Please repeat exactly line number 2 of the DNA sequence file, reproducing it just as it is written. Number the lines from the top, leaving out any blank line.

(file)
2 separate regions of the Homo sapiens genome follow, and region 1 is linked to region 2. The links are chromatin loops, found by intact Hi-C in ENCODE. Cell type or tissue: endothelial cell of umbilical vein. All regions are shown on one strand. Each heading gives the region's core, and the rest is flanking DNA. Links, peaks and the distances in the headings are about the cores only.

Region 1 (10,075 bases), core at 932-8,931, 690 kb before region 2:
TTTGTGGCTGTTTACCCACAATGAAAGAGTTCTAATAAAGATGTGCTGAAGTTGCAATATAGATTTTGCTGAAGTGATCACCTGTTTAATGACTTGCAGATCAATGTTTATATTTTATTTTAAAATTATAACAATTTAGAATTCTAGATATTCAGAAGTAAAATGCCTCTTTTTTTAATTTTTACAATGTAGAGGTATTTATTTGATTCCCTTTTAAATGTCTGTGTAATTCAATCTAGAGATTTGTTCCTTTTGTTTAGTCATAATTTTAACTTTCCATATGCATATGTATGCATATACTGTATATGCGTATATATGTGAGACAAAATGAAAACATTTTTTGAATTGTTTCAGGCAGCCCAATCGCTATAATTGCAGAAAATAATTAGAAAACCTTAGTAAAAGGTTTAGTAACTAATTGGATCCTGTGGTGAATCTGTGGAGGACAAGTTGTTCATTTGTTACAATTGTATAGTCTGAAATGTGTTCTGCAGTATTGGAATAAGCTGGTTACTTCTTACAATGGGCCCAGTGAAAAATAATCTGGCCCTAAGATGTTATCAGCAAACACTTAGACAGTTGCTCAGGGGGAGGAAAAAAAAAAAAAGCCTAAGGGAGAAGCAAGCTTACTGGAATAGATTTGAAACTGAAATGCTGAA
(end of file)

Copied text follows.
Region 1 (10,075 bases), core at 932-8,931, 690 kb before region 2: